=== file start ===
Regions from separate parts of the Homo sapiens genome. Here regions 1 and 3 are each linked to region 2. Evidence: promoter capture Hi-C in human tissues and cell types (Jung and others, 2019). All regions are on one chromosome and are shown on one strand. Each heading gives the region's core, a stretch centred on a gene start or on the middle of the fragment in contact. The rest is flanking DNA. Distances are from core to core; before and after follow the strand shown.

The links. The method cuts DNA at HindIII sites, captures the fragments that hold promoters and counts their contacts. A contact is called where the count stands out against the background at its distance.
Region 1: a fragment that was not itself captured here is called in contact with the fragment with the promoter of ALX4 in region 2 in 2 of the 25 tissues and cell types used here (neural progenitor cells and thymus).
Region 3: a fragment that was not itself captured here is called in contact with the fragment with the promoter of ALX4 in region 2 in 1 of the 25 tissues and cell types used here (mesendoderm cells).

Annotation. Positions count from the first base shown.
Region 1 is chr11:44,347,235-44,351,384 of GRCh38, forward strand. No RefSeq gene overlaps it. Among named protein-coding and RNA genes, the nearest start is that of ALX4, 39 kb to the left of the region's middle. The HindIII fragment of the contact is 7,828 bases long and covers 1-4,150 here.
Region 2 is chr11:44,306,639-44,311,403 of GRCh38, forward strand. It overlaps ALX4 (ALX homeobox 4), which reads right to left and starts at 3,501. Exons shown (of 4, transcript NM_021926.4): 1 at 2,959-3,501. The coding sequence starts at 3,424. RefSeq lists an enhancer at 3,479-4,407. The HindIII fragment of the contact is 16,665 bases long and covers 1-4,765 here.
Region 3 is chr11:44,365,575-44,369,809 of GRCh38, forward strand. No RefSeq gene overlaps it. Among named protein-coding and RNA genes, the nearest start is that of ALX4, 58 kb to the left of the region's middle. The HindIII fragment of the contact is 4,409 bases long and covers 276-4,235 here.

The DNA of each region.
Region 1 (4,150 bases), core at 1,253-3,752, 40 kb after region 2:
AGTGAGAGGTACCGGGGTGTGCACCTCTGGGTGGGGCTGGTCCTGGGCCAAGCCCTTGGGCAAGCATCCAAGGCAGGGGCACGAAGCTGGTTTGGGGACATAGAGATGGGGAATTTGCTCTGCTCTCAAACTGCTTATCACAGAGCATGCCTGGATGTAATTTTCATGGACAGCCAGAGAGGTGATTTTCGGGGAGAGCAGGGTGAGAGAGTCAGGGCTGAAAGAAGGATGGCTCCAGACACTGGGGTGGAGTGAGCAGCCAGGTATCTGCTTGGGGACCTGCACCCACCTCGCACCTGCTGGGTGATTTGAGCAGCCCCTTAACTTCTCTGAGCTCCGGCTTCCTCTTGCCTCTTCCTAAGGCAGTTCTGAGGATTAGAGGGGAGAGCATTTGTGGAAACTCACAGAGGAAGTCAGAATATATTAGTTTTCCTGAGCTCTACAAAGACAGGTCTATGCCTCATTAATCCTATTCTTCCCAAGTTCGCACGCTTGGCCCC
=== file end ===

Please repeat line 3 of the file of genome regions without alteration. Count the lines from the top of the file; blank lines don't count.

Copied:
Region 1: a fragment that was not itself captured here is called in contact with the fragment with the promoter of ALX4 in region 2 in 2 of the 25 tissues and cell types used here (neural progenitor cells and thymus).